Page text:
Friday, October 27, 2017

"Those Who Seek Nature" by David Pring-Mill, Poet of the Week

Those Who Seek Nature
David Pring-Mill

There are those who seek nature
to set beauty on their irises
with the hope that fantastic views
will be absorbed within,
swirling down their pupils' vortices.

They believe
a sensory bombardment
of clear water, steep stones,
sun-lit crests and foreign cultures
will drive out what is in their minds,
expelling any inferiority
or empty state.

In this fervor for nature,
there is a transparent desire
to make their own beings transparent,
so that nature will be seen through them
and its grandeur will be theirs.

Above my path,
a pumpkin sky was carved,
with slits in clouds.
The orange of these masked heavens
almost seems to hang on the hill.

Brightness remains
on the road, light and dust
becoming silver,
with pretty plants noting
asphalt borders,
in the way an airport at night is seen by
white and blue runway markers.
Here I see Menzies’ Larkspur
with stems dispersed and dried
in deep purple and rich blue,
advancing towards
the burnt-out mountains,
our scorched edge.

I live now, breathless,
for the closing of this day,
with its final enormity.
The enormity of nature
requires a reevaluation of oneself.
The altered sense of scale,
the drunken measurement
of everything, means that the soul
cannot account for itself.
Then the mind becomes
an inspired mathematician
fighting after a new formula.

There is no way around the self,
in the middle of nature, no way
to separate the hike from self-reflection.
Those fleeced nature-lovers
with their Instagram mountain selfies
expose the wild-eyed, insecure
narcissistic streak that runs
deep within man’s search for meaning,
trickling out of philosophical pages;
It is the call of awe
and reimagined purpose.

This world tumbles and smooths
rocks and people alike.
On the edge of a cliff,
I stop, holding
my fingers apart
against the wind and its aroma of pine,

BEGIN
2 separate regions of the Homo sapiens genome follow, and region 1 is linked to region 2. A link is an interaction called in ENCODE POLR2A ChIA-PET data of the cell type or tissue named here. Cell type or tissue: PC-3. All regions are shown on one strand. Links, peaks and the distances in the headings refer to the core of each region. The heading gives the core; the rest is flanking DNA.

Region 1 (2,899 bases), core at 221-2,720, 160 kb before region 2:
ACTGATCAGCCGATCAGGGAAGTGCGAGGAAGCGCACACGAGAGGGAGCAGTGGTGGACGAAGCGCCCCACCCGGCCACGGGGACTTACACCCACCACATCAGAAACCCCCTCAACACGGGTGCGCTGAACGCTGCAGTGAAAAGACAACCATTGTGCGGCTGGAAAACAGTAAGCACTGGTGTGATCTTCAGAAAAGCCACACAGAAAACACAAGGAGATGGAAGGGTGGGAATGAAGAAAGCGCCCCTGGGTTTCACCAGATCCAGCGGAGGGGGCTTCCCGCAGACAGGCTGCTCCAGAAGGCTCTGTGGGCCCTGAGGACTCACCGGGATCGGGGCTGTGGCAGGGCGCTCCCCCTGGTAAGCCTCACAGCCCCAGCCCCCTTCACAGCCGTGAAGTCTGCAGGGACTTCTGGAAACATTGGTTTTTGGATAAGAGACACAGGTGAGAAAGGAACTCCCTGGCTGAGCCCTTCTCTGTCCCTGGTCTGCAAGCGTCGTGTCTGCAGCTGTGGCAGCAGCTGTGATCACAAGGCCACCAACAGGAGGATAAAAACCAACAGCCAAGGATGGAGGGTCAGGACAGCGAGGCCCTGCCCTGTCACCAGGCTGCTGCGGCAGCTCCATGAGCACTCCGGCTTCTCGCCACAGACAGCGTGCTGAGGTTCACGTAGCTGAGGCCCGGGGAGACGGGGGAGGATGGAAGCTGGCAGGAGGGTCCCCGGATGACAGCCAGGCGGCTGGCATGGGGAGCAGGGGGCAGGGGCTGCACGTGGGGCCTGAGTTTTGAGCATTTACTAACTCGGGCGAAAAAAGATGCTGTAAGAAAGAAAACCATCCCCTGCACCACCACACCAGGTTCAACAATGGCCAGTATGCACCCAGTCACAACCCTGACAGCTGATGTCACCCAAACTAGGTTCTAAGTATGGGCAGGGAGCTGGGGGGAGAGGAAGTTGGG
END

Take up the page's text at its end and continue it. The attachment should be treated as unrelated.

with the narrative of my life
somewhere back
in the right-angular land
and pulsating streets,
where people are trying
desperately to drop
into the depths of the present.

Past lovers allow for an alternate reality,
A plausibility that can’t be challenged.
The smell of hair and sweat
can become sweet things,
sweetened by love or nostalgia.
Past lovers came with different smells,
even different types of clothing and accessories
texturing the half-seen sights of each day,
and certainly would have brought
different conversations full of ideas,
words and consequences.

And yet, within nature, time is mocked.
The wind is deaf to each
history declared.
Nature was injured by people
proclaiming progress
and that idea of progress is rooted in time.
But forests are the same now as they were then,
with ecological adjustments, but still
those trees stand with their superior height,
Still those mountains loom with their craggy might,
And so time disappears within nature
And your own timeline is reconsidered
before dissolving, too.

Poet’s Notes:  Many poems have been written about nature. Artists of all stripes frequently depict nature, the source of boundless inspiration. Tormented people go to nature to be healed. In this poem, I wrote about the psychology underlying those relationships.

Recently, the New York Times published a dual book review written by Charles Petersen, which made interesting commentary upon the history of hiking and the varied motivations of hikers. 34 million Americans go hiking each year. Peterson notes that many authors of works about hiking “take this experience as the occasion for an anguished excavation of [their] past.” Peterson’s article “Take a Hike!” can be read here:

Editor's Note:  This is David's final appearance in Songs of Eretz Poetry Review.  I am sure that I speak not only for myself that his poetic gift will be dearly missed.  I have invited him to keep us apprised of his future achievements and hope to keep the readers of Songs of Eretz informed of them.

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